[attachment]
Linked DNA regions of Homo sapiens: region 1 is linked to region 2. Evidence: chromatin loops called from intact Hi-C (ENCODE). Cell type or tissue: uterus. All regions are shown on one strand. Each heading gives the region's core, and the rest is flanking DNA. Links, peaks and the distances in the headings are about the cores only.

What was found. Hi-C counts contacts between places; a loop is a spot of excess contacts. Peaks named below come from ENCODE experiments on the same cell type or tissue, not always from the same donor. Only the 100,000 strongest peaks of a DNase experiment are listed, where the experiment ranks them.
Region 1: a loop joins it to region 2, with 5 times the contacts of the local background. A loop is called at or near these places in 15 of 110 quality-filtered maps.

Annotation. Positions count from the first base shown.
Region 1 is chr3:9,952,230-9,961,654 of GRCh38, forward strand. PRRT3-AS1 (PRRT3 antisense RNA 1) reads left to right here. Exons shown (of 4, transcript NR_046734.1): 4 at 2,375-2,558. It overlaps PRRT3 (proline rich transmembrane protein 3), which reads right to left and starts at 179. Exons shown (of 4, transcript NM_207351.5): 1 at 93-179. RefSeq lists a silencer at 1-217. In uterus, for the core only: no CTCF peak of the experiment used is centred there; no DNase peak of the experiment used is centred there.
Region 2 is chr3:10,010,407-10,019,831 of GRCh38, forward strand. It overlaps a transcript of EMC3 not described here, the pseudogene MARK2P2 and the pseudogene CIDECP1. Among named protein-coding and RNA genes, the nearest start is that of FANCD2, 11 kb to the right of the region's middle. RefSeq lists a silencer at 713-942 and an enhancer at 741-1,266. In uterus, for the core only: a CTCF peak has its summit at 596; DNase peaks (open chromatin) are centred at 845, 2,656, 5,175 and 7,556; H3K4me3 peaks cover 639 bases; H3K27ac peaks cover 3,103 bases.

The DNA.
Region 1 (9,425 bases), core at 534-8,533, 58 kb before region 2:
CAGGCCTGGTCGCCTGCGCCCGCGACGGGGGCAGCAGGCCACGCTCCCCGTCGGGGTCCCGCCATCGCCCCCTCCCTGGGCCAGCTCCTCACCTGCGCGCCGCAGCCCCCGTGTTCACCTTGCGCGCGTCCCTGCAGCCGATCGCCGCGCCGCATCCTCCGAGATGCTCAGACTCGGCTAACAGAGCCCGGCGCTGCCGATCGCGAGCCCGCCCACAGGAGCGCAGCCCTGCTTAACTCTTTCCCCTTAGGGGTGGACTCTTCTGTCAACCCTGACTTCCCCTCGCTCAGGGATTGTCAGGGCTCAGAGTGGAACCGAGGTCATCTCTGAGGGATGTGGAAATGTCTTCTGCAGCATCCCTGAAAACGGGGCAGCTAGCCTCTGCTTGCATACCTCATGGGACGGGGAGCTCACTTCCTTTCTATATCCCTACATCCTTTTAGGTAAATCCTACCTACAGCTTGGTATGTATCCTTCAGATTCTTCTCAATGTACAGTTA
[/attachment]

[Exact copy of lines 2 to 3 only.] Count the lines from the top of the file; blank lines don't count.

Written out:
What was found. Hi-C counts contacts between places; a loop is a spot of excess contacts. Peaks named below come from ENCODE experiments on the same cell type or tissue, not always from the same donor. Only the 100,000 strongest peaks of a DNase experiment are listed, where the experiment ranks them.
Region 1: a loop joins it to region 2, with 5 times the contacts of the local background. A loop is called at or near these places in 15 of 110 quality-filtered maps.